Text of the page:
Uganda: How a Recycling Enterprise is Turning Plastic Into Wall Tiles in Gulu
Unknown to most, one of the advantages of plastic tiles is that they can be removed and recycled when one gets tired of them.
In the past, marble and ceramic tiles were largely the only options homeowners had but with the vibrant construction industry, Takataka plastics, a plastic recycling social enterprise based in Gulu City is giving homeowners an alternative when tiling their homes.
The company located in senior quarters, Laroo-Pece Division, makes plastic wall tiles that are durable and can last over 200 years, according to Peter Okwoko, the Co-founder and Chief Operating Officer at Takataka Plastics.
The former lecturer of computer science at Gulu University says their main aim was to address the issue of plastic waste pollution and youth unemployment.
Some of the employees of Takataka plastic sorting the plastic bottles before they are recycled. [Photo/Courtesy]
Takataka Plastic was established in 2020 after the organization carried out research into plastic waste management and identified its potential.
“Our main emphasis is on the category of plastics called PET (polyethylene terephthalate) like soda and water bottles. The other hard plastics like broken chairs, and jerrycans have value and a lot of people are recycling them in Kampala. Other people recycling PET in the capital mostly crash it and export to China,” Okwoko said.
The Plastic tiles are in black Colour. Takataka says it is making the plastic tiles in different colors depending on customer needs. [Photo/Courtesy]
He says they developed a machine that alters the chemical properties of the PET and enables them to safely transform the PET into wall tiles.
“When we developed our first prototypes, we reached out to contractors and people who were constructing. It was fascinating to see that they were welcoming the product and gave feedback. They said the product was good but some were concerned about the mixed colors, that is why we decided to design the new prototype where we can mix colors according to user needs,” he said.
He adds another great feedback from the public was that, unlike ceramic tiles that usually break during transportation, because of their weight, plastic tiles are light and don’t break during transportation.
The first prototype of plastic tiles. [Photo/Courtesy]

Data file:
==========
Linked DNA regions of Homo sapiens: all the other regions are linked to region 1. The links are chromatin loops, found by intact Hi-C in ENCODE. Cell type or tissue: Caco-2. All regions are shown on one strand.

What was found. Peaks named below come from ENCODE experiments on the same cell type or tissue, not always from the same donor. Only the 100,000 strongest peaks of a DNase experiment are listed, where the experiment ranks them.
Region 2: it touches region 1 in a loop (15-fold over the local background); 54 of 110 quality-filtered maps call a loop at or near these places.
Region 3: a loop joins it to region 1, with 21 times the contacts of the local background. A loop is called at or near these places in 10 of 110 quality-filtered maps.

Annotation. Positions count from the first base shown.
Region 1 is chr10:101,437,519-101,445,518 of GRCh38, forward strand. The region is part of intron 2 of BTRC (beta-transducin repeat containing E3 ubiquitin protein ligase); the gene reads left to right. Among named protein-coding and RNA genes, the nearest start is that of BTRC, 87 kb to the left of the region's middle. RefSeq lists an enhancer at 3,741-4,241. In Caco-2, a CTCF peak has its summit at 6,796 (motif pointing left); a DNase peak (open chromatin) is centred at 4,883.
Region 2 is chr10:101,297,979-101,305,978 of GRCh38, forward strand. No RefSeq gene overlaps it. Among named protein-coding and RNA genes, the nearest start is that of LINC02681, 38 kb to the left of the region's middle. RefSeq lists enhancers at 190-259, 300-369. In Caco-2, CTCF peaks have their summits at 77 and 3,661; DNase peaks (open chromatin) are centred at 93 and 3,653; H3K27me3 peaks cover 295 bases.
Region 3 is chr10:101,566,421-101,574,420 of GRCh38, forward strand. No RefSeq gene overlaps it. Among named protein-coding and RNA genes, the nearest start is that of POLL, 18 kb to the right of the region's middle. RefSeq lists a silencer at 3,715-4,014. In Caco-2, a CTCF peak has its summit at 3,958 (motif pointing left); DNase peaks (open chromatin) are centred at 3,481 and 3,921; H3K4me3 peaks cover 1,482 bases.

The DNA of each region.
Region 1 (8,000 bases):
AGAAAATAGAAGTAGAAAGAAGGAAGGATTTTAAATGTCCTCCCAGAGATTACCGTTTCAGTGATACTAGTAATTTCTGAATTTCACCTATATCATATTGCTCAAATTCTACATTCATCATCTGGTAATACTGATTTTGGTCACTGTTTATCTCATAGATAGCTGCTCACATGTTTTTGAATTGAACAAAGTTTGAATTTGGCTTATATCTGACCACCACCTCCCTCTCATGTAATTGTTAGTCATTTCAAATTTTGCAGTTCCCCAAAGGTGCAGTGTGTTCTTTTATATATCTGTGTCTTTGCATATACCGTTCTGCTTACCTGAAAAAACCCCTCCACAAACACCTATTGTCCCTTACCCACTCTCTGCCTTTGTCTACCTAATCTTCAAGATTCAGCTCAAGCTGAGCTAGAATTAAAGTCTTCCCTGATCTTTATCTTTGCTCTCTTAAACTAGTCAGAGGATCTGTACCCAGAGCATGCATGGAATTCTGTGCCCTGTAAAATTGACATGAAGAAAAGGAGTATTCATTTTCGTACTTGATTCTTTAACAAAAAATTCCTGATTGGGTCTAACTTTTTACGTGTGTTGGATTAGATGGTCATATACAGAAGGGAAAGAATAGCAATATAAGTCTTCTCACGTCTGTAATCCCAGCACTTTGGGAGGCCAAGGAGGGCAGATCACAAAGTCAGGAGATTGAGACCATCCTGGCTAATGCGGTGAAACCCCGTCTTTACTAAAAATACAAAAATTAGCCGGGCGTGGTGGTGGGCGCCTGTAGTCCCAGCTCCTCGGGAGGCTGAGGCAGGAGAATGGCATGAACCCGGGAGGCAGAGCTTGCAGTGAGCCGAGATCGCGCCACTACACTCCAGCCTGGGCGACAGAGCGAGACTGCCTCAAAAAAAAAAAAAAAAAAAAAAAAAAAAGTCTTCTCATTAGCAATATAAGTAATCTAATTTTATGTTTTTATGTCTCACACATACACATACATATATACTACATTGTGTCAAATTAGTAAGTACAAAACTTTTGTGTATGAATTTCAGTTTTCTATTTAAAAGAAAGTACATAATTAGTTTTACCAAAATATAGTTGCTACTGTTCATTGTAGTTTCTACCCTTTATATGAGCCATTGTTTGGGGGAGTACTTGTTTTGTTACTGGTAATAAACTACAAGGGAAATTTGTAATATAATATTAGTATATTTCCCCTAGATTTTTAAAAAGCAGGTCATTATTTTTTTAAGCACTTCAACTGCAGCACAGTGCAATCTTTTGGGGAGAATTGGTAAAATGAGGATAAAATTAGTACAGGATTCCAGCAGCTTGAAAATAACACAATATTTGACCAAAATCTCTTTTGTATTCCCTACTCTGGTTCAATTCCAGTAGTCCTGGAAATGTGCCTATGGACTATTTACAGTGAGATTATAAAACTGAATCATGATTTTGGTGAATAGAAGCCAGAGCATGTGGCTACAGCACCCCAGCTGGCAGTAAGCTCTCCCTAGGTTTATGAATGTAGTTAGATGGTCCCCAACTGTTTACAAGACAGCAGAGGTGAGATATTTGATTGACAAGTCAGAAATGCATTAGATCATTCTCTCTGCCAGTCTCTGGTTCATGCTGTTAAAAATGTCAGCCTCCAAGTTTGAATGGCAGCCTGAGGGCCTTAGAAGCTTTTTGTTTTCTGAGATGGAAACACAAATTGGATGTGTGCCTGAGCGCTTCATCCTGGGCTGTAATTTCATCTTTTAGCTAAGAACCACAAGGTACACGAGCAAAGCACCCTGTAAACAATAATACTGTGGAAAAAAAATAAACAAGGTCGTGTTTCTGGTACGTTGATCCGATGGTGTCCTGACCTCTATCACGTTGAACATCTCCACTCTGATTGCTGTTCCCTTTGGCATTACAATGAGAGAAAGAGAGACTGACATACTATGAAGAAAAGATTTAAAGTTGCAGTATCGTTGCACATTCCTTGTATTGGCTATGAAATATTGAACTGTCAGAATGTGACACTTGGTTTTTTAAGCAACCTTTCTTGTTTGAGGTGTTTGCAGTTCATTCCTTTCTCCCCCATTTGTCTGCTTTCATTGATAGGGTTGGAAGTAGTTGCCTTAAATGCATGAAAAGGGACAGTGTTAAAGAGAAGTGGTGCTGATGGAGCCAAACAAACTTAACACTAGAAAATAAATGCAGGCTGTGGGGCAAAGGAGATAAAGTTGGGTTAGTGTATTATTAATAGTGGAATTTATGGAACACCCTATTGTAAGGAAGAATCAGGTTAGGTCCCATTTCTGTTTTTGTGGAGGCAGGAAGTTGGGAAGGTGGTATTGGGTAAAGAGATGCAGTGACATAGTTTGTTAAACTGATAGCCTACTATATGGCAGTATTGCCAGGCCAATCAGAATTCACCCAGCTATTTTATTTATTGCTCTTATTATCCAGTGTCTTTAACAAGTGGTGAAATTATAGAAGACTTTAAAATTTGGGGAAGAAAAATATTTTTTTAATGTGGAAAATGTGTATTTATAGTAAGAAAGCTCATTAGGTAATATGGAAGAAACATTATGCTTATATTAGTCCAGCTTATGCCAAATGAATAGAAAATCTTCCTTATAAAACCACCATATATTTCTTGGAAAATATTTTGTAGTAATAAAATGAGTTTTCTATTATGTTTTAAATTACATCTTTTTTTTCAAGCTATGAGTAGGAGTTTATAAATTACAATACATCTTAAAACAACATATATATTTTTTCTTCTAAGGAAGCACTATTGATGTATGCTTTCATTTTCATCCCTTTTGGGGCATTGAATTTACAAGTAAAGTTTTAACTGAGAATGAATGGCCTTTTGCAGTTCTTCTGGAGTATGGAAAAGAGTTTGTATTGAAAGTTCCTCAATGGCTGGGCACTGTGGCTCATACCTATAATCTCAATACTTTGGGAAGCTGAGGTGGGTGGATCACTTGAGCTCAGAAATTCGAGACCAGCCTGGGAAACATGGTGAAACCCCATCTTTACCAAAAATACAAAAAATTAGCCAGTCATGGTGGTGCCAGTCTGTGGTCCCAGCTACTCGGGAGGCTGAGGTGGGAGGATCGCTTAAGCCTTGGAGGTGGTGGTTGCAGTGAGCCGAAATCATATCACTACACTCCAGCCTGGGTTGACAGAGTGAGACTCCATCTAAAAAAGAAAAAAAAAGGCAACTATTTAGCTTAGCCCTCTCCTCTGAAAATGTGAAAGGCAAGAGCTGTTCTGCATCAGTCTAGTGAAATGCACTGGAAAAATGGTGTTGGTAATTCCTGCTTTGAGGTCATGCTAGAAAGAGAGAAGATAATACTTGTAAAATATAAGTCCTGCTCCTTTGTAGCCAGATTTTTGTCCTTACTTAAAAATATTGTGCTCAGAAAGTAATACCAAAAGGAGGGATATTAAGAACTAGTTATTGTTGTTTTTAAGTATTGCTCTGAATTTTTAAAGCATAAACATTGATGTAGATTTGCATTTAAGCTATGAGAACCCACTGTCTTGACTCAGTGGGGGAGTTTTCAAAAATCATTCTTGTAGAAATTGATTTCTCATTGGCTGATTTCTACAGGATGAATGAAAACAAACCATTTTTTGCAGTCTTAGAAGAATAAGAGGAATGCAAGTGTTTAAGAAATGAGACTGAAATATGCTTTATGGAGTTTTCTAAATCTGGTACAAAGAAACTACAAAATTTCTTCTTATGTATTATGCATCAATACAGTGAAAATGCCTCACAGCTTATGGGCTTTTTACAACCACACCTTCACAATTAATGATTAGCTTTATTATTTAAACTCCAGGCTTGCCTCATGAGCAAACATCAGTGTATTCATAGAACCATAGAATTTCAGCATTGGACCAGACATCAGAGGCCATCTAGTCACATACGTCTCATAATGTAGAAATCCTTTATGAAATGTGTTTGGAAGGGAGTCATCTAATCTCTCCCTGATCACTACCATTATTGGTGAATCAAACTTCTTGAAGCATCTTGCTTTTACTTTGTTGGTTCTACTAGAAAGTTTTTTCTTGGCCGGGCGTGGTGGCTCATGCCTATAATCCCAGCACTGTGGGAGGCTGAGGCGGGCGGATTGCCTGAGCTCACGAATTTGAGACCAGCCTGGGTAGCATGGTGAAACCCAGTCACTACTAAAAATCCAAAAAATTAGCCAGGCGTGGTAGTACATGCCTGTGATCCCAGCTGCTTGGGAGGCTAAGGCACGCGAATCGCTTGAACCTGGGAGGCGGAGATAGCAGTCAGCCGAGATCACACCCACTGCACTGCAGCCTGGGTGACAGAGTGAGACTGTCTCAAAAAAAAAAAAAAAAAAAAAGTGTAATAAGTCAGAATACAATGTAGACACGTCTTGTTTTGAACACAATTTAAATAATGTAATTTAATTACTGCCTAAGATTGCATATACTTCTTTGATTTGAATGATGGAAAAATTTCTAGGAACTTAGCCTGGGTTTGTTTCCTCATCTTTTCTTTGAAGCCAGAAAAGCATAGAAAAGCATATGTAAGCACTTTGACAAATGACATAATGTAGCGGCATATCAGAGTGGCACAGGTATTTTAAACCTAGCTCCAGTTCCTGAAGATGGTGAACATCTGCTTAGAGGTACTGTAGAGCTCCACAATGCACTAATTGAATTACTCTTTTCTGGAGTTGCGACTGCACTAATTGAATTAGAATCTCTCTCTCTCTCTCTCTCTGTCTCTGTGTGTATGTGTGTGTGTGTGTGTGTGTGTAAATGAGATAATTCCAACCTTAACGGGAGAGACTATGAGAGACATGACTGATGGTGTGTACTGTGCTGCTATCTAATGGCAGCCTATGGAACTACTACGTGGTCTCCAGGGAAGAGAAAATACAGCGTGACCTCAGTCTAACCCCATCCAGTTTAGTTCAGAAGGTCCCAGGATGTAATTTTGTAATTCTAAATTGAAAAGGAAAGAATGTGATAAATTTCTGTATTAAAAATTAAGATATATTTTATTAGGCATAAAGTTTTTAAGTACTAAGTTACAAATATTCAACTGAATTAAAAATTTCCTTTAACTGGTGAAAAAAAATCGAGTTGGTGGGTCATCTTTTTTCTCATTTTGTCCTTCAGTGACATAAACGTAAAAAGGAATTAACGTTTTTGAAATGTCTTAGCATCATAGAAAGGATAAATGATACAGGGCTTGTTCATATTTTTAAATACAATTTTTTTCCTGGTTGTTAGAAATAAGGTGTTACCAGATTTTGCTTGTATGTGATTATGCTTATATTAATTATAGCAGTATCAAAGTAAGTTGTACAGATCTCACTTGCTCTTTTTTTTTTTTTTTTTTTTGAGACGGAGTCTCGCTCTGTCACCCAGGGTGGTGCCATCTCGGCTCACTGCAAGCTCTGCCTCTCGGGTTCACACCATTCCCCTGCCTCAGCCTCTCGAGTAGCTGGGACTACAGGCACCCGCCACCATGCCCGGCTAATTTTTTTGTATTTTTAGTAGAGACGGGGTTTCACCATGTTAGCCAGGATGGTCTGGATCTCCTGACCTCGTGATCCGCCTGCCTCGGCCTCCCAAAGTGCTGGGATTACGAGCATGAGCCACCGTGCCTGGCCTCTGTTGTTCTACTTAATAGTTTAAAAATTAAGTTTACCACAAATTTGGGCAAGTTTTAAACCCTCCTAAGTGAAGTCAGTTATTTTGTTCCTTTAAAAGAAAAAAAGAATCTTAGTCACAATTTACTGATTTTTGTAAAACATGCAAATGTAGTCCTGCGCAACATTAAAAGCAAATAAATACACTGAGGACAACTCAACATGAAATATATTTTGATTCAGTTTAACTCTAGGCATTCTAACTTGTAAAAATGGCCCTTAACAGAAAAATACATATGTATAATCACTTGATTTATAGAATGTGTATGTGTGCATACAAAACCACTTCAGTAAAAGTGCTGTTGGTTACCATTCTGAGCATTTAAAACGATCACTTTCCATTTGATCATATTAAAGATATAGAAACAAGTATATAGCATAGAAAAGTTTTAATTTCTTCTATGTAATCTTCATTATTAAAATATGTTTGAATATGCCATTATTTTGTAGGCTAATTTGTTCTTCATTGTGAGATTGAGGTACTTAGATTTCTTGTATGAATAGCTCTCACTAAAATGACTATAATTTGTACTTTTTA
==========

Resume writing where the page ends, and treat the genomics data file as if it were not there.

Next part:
Another advantage of plastic tiles is that they can be removed and recycled when one gets tired of them.
Taka-taka is currently in the process of constructing a mini basketball court made of plastic tiles to show the public that plastic can be recycled into so much more.
It has also recycled plastics into chairs and face shields which it distributed to frontline workers for free during the Coronavirus Pandemic in 2020.
The organization which employs 35 people, recently procured a machine that can recycle 600 to 700 kilograms of plastic waste every day and expects to start mass production of wall tiles by November.
“Our target is to produce 9 tons of plastic tiles every month. So we are increasing our collection and will also eventually have members of the community have value from the plastics they collect provided they remove the bottle caps and labels. This will lessen the burden of sorting the public and give income to the community,” he said.
Akena Lamex Lambert, the Gulu City Deputy Speaker said Takataka’s efforts have made a huge impact on plastic waste recycling by turning plastic waste into tiles and also chairs.
He, however, said there is still an urgent need for awareness among the public so that people learn how to properly dispose of waste.
“Takataka plastics have made containers in which plastics can be dropped in but you will find people still dropping the plastic bottles outside the containers. So I think there is still an urgent need for awareness on media,” he said.
Takataka has put in place over 50 plastic banks or containers at several institutions like markets, hospitals, schools, bars, and restaurants where plastic bottles can be disposed of.
According to Michael Rubanga, the acting Gulu City Health Inspector, the city collects 270 tons of garbage daily.
According to Okwoko, heavy taxation by the government is one of the biggest challenges affecting organizations like their trying to tackle environmental sustainability issues in Uganda.
“They levy a lot of taxes on these social enterprises. They are treated as if they are purely profit but hopefully something can be done to address it soon adding that “despite of the fact that we make some of these machines locally, there are some parts we import and they are taxed heavily,” he said.
Takataka gets its funding from participating in business competitions locally and internationally and grants from organizations and individuals.
The organization recently received Shs30 million from Gulu City Council, Okwoko says.
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